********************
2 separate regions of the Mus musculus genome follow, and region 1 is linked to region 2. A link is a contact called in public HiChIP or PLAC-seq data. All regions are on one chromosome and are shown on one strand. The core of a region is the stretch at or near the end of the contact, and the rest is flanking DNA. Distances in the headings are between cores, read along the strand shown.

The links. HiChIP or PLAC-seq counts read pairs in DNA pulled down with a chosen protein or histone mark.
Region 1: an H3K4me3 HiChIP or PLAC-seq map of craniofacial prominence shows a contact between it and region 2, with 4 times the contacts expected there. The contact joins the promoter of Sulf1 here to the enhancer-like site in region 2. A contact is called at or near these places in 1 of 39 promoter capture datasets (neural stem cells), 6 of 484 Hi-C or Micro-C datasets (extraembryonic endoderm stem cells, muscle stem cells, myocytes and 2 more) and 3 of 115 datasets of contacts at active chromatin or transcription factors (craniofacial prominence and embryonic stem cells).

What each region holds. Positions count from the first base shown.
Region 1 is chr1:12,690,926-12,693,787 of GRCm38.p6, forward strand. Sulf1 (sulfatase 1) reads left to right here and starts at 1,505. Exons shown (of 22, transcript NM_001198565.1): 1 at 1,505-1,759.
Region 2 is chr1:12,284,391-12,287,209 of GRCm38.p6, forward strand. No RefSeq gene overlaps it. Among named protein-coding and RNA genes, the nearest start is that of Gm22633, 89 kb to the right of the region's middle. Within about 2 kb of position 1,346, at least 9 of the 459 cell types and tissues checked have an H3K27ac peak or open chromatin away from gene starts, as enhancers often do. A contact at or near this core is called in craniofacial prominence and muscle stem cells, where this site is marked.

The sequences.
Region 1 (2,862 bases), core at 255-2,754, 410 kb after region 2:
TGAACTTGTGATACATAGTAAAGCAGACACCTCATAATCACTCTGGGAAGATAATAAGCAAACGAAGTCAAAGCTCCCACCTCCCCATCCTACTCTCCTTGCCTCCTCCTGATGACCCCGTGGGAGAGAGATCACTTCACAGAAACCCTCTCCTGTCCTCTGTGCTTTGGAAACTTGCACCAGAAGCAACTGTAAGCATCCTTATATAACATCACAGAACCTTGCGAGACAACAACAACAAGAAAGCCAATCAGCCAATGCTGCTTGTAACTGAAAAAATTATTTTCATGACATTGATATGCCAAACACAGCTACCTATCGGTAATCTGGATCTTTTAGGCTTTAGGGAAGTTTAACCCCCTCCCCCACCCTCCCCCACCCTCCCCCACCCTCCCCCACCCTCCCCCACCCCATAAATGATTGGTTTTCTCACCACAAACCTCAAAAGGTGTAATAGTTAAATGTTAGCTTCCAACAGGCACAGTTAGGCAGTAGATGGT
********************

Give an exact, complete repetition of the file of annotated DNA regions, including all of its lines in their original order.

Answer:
2 separate regions of the Mus musculus genome follow, and region 1 is linked to region 2. A link is a contact called in public HiChIP or PLAC-seq data. All regions are on one chromosome and are shown on one strand. The core of a region is the stretch at or near the end of the contact, and the rest is flanking DNA. Distances in the headings are between cores, read along the strand shown.

The links. HiChIP or PLAC-seq counts read pairs in DNA pulled down with a chosen protein or histone mark.
Region 1: an H3K4me3 HiChIP or PLAC-seq map of craniofacial prominence shows a contact between it and region 2, with 4 times the contacts expected there. The contact joins the promoter of Sulf1 here to the enhancer-like site in region 2. A contact is called at or near these places in 1 of 39 promoter capture datasets (neural stem cells), 6 of 484 Hi-C or Micro-C datasets (extraembryonic endoderm stem cells, muscle stem cells, myocytes and 2 more) and 3 of 115 datasets of contacts at active chromatin or transcription factors (craniofacial prominence and embryonic stem cells).

What each region holds. Positions count from the first base shown.
Region 1 is chr1:12,690,926-12,693,787 of GRCm38.p6, forward strand. Sulf1 (sulfatase 1) reads left to right here and starts at 1,505. Exons shown (of 22, transcript NM_001198565.1): 1 at 1,505-1,759.
Region 2 is chr1:12,284,391-12,287,209 of GRCm38.p6, forward strand. No RefSeq gene overlaps it. Among named protein-coding and RNA genes, the nearest start is that of Gm22633, 89 kb to the right of the region's middle. Within about 2 kb of position 1,346, at least 9 of the 459 cell types and tissues checked have an H3K27ac peak or open chromatin away from gene starts, as enhancers often do. A contact at or near this core is called in craniofacial prominence and muscle stem cells, where this site is marked.

The sequences.
Region 1 (2,862 bases), core at 255-2,754, 410 kb after region 2:
TGAACTTGTGATACATAGTAAAGCAGACACCTCATAATCACTCTGGGAAGATAATAAGCAAACGAAGTCAAAGCTCCCACCTCCCCATCCTACTCTCCTTGCCTCCTCCTGATGACCCCGTGGGAGAGAGATCACTTCACAGAAACCCTCTCCTGTCCTCTGTGCTTTGGAAACTTGCACCAGAAGCAACTGTAAGCATCCTTATATAACATCACAGAACCTTGCGAGACAACAACAACAAGAAAGCCAATCAGCCAATGCTGCTTGTAACTGAAAAAATTATTTTCATGACATTGATATGCCAAACACAGCTACCTATCGGTAATCTGGATCTTTTAGGCTTTAGGGAAGTTTAACCCCCTCCCCCACCCTCCCCCACCCTCCCCCACCCTCCCCCACCCTCCCCCACCCCATAAATGATTGGTTTTCTCACCACAAACCTCAAAAGGTGTAATAGTTAAATGTTAGCTTCCAACAGGCACAGTTAGGCAGTAGATGGT